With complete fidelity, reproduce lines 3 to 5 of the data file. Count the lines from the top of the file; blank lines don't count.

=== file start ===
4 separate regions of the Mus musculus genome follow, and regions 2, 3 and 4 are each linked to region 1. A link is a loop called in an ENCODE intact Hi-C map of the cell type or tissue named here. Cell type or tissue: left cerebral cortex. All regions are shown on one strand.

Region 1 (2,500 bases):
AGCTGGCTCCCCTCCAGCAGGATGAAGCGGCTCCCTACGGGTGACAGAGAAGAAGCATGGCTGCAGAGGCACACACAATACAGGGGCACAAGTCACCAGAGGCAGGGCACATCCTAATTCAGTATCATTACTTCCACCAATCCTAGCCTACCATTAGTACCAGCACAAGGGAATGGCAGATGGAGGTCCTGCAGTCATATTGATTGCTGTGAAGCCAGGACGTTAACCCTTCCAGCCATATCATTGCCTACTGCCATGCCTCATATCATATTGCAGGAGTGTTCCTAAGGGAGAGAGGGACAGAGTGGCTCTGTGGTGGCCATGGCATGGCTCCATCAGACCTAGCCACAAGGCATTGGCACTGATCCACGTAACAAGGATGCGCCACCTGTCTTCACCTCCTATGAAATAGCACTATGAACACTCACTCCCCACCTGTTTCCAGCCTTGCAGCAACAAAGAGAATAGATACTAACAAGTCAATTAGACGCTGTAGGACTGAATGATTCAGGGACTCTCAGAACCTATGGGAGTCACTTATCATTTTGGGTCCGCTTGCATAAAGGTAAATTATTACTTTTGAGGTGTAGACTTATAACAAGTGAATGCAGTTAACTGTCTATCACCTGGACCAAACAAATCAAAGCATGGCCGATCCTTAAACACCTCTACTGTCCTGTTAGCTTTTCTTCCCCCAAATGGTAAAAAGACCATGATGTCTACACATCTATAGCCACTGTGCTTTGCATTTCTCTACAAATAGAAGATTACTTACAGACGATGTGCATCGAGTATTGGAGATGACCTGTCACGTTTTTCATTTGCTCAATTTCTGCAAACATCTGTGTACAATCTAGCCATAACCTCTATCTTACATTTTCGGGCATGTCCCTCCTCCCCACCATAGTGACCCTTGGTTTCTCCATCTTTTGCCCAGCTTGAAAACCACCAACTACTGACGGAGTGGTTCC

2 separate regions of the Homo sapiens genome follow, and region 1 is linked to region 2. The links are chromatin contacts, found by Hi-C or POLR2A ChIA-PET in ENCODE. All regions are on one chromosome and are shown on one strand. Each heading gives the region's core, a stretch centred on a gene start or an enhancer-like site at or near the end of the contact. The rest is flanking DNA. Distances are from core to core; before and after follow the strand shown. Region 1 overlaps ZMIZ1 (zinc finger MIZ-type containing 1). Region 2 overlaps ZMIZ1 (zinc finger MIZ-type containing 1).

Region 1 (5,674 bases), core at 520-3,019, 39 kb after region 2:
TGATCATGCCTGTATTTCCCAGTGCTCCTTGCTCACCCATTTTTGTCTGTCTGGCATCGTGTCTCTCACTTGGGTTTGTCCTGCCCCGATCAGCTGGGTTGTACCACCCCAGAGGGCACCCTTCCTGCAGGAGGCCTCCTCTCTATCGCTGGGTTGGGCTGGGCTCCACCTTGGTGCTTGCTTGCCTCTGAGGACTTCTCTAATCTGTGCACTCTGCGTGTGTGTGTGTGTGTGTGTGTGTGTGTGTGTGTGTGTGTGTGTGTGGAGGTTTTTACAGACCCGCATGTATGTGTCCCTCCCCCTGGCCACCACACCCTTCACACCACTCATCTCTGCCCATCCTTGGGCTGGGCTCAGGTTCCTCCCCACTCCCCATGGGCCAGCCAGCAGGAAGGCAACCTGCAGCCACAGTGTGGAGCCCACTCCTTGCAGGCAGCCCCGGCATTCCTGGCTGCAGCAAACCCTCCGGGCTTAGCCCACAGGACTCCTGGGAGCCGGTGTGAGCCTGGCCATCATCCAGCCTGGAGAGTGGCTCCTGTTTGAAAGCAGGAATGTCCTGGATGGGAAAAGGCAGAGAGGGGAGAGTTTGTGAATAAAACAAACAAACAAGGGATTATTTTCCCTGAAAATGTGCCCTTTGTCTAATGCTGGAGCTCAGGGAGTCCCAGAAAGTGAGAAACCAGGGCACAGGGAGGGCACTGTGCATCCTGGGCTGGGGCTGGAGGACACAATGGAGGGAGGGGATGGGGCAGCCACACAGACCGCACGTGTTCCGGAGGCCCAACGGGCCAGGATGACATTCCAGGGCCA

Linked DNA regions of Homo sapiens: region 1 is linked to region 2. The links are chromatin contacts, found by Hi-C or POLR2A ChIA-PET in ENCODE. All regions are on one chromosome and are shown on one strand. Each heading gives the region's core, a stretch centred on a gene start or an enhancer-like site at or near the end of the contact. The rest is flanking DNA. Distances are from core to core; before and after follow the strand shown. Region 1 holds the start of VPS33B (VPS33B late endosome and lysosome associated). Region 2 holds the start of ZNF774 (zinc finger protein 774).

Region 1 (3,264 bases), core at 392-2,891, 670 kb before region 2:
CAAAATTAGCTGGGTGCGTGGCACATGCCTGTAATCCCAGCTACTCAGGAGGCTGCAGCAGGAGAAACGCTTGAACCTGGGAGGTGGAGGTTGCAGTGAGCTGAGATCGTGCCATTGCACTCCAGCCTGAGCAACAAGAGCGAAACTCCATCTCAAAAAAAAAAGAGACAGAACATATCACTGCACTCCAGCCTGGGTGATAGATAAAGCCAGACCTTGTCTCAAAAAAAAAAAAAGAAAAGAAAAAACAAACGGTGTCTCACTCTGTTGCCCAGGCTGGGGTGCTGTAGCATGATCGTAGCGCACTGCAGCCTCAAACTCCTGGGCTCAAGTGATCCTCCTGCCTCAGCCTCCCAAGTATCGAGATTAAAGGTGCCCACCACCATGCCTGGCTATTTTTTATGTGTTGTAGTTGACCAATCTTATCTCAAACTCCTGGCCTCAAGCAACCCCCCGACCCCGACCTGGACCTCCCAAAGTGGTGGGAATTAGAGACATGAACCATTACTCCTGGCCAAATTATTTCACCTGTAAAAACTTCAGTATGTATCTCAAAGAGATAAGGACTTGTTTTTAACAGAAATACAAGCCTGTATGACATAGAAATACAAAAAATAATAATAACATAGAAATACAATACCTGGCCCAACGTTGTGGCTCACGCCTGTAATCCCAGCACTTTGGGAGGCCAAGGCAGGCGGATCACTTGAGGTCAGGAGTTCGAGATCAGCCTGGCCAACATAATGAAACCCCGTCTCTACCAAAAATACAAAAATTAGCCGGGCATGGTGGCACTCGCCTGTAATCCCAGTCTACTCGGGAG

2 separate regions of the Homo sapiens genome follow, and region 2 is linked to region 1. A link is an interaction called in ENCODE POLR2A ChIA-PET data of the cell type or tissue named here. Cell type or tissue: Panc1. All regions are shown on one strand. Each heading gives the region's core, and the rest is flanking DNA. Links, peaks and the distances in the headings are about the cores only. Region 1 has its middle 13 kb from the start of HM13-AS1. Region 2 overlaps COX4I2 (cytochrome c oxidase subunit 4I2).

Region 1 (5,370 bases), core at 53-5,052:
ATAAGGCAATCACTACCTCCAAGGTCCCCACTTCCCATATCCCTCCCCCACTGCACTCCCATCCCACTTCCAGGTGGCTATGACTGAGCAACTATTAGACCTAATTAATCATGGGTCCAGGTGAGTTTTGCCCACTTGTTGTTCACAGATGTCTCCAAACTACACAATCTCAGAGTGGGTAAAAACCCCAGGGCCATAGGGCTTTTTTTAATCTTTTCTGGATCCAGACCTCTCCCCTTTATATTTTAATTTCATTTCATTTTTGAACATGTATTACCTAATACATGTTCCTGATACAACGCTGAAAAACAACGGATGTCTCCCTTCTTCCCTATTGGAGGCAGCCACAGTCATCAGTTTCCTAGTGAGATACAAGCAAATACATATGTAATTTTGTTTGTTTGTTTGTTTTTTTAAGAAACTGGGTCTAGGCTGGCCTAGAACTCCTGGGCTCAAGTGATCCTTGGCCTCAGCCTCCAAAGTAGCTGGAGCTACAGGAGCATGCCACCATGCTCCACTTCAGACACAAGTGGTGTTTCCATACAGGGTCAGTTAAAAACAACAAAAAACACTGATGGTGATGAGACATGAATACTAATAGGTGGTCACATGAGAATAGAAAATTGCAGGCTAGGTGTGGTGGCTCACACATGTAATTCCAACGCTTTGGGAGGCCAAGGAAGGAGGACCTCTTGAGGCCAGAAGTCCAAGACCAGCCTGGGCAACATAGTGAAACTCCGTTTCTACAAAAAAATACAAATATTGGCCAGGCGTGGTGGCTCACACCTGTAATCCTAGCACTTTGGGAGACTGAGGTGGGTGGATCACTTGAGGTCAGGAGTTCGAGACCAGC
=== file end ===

AGCTGGCTCCCCTCCAGCAGGATGAAGCGGCTCCCTACGGGTGACAGAGAAGAAGCATGGCTGCAGAGGCACACACAATACAGGGGCACAAGTCACCAGAGGCAGGGCACATCCTAATTCAGTATCATTACTTCCACCAATCCTAGCCTACCATTAGTACCAGCACAAGGGAATGGCAGATGGAGGTCCTGCAGTCATATTGATTGCTGTGAAGCCAGGACGTTAACCCTTCCAGCCATATCATTGCCTACTGCCATGCCTCATATCATATTGCAGGAGTGTTCCTAAGGGAGAGAGGGACAGAGTGGCTCTGTGGTGGCCATGGCATGGCTCCATCAGACCTAGCCACAAGGCATTGGCACTGATCCACGTAACAAGGATGCGCCACCTGTCTTCACCTCCTATGAAATAGCACTATGAACACTCACTCCCCACCTGTTTCCAGCCTTGCAGCAACAAAGAGAATAGATACTAACAAGTCAATTAGACGCTGTAGGACTGAATGATTCAGGGACTCTCAGAACCTATGGGAGTCACTTATCATTTTGGGTCCGCTTGCATAAAGGTAAATTATTACTTTTGAGGTGTAGACTTATAACAAGTGAATGCAGTTAACTGTCTATCACCTGGACCAAACAAATCAAAGCATGGCCGATCCTTAAACACCTCTACTGTCCTGTTAGCTTTTCTTCCCCCAAATGGTAAAAAGACCATGATGTCTACACATCTATAGCCACTGTGCTTTGCATTTCTCTACAAATAGAAGATTACTTACAGACGATGTGCATCGAGTATTGGAGATGACCTGTCACGTTTTTCATTTGCTCAATTTCTGCAAACATCTGTGTACAATCTAGCCATAACCTCTATCTTACATTTTCGGGCATGTCCCTCCTCCCCACCATAGTGACCCTTGGTTTCTCCATCTTTTGCCCAGCTTGAAAACCACCAACTACTGACGGAGTGGTTCC

2 separate regions of the Homo sapiens genome follow, and region 1 is linked to region 2. The links are chromatin contacts, found by Hi-C or POLR2A ChIA-PET in ENCODE. All regions are on one chromosome and are shown on one strand. Each heading gives the region's core, a stretch centred on a gene start or an enhancer-like site at or near the end of the contact. The rest is flanking DNA. Distances are from core to core; before and after follow the strand shown. Region 1 overlaps ZMIZ1 (zinc finger MIZ-type containing 1). Region 2 overlaps ZMIZ1 (zinc finger MIZ-type containing 1).

Region 1 (5,674 bases), core at 520-3,019, 39 kb after region 2: